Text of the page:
Solar eclipse of August 11, 1999

A total solar eclipse occurred on 11 August 1999 with an eclipse magnitude of 1.0286. A solar eclipse occurs when the Moon passes between Earth and the Sun, thereby totally or partly obscuring the image of the Sun for a viewer on Earth. A total solar eclipse occurs when the Moon's apparent diameter is larger than the Sun's, blocking all direct sunlight, turning day into darkness. Totality occurs in a narrow path across Earth's surface, with the partial solar eclipse visible over a surrounding region thousands of kilometres wide. The path of the Moon's shadow began in the Atlantic Ocean and, before noon, was traversing the southern United Kingdom, northern France, Belgium, Luxembourg, southern Germany, Austria, Slovenia, Croatia, Hungary, and northern FR Yugoslavia (Vojvodina). The eclipse's maximum was at 11:03 UTC at 45°06′N 24°18′E / 45.1°N 24.3°E / 45.1; 24.3 in Romania (next to a town called Ocnele Mari near Râmnicu Vâlcea);[1][2][3] and it continued across Bulgaria, the Black Sea, Turkey, northeastern tip of Syria, northern Iraq, Iran, southern Pakistan and Srikakulam in India and ended in the Bay of Bengal.

Solar eclipse of August 11, 1999
Solar eclips 1999 4 NR.jpg
Totality from France
SE1999Aug11T.png
Map
Type of eclipse
NatureTotal
Gamma0.5062
Magnitude1.0286
Maximum eclipse
Duration143 sec (2 m 23 s)
Coordinates45°06′N 24°18′E / 45.1°N 24.3°E / 45.1; 24.3
Max. width of band112 km (70 mi)
Times (UTC)
Greatest eclipse11:04:09
References
Saros145 (21 of 77)
Catalog # (SE5000)9506

It was the first total eclipse visible from Europe since 22 July 1990, and the first visible in the United Kingdom since 29 June 1927.

ObservationsEdit

 
The eclipse as seen from France
 
Interactive map of the path of the Umbral Shadow

Because of the high population densities in areas of the path, this was one of the most-viewed total solar eclipses in human history;[4] although some areas in the path of totality (mainly in Western Europe) offered impaired visibility due to adverse weather conditions.

Some of the organized eclipse-watching parties along the path of totality set up video projectors on which people could watch the Moon's shadow as it raced towards them.[5] There was substantial coverage on International TV stations of the progress of the eclipse shadow. The Moon's shadow was also observed from the Russian Mir space station; during the eclipse, video from Mir was broadcast live on television.

  • The BBC concentrated its coverage efforts on the first landfall of the shadow across the western end of Cornwall (from St Ives to Lizard), which was packed with an extraordinary number of visitors, although Cornwall did not have nearly as many as expected leading to many specially organised events being left with very small attendance. The veteran amateur astronomer, broadcaster and eclipse-watcher Patrick Moore was brought in to head a live programme, but the eclipse was clouded out. BBC One also produced a special version of their Balloon Idents for the event. The BBC did not have a presence at Goonhilly on the Lizard Peninsula, one of the few places in Cornwall where the clouds parted just in time for the total eclipse to be visible. There was extensive cloud in Perranporth which parted just in time, allowing the very large crowd that filled the beach and hillsides to witness the event.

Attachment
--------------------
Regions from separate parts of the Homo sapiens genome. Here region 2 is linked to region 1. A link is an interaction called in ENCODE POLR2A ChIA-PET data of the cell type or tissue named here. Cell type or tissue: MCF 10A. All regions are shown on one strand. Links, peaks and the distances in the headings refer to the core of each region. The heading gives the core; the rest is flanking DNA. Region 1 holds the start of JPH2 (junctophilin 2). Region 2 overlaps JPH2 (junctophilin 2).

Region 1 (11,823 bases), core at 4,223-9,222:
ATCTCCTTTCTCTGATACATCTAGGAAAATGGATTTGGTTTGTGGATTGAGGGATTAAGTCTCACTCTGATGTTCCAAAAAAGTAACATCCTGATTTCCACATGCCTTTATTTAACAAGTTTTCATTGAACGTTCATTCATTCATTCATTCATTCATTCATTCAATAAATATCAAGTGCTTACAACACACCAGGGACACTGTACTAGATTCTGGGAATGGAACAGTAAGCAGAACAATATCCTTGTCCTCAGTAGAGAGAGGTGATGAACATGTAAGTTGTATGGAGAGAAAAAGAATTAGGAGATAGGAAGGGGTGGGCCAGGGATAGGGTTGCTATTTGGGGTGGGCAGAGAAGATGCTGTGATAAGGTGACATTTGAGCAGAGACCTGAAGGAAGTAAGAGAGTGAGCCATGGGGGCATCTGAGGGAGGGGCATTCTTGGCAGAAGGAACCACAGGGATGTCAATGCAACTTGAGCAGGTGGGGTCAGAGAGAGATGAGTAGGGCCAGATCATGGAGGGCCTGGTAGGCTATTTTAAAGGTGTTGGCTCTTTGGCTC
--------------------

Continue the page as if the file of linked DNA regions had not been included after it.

• Some of the best viewing conditions were to be had mid-Channel, where ferries were halted in calm conditions to obtain an excellent view. Hundreds of people who gathered on the island of Alderney also experienced the event.
  • A gathering of several thousand people at the airport in Soissons, France, which was on the path of totality, were denied all but a few fleeting glimpses of the eclipse through the overcast sky. The clouds cleared completely just a few minutes after the eclipse.
  • In contrast, the overcast sky in Amiens, France, where thousands had gathered, cleared only minutes before the eclipse began.
  • Further inland, viewing conditions were also perfect at Vouziers, a French country town gridlocked by Belgian cars from day-visitors. The patchy cloud covering cleared a short time before the shadow arrived. Some photos from Vouziers were used on the subsequent BBC Sky at Night programme.
  • The San Francisco Exploratorium featured a live webcast from a crowded town square in Amasya, Turkey.
  • Doordarshan, the national TV channel in India, broadcast live coverage from Srikakulam, hosted by the TV personality Mona Bhattacharya.
  • A Bulgarian Air Force MiG-21 two-seater was used by the Bulgarian Academy of Sciences to study the solar corona. The MiG-21, flying at 1600–1700 km/h (M=1,4-1,5) at an altitude of 13,000 m, was able to stay in the Moon's umbra for 6 min. The photographer, an air force pilot, used two film cameras, both fitted with 200 mm lenses and infrared filters, and one Digital8 video camera.
  • Hungary's most popular tourist destination, Lake Balaton and its surrounding area, fell into the path of the eclipse entirely, which made the area even more popular for that day. The motorway leading there was so crowded, many people had to watch the eclipse while caught in a traffic jam.
  • One French and two British Concordes briefly followed the eclipse with tourists on board.[6]
  • The BBC was filming one of its episodes for its TV series Airport that day and, during the show, resident press officers Russell Clisby and Steve Meller took photographs of the eclipse at Heathrow Airport, as well as Aeroflot supervisor Jeremy Spake witnessing the eclipse on a special charter flight.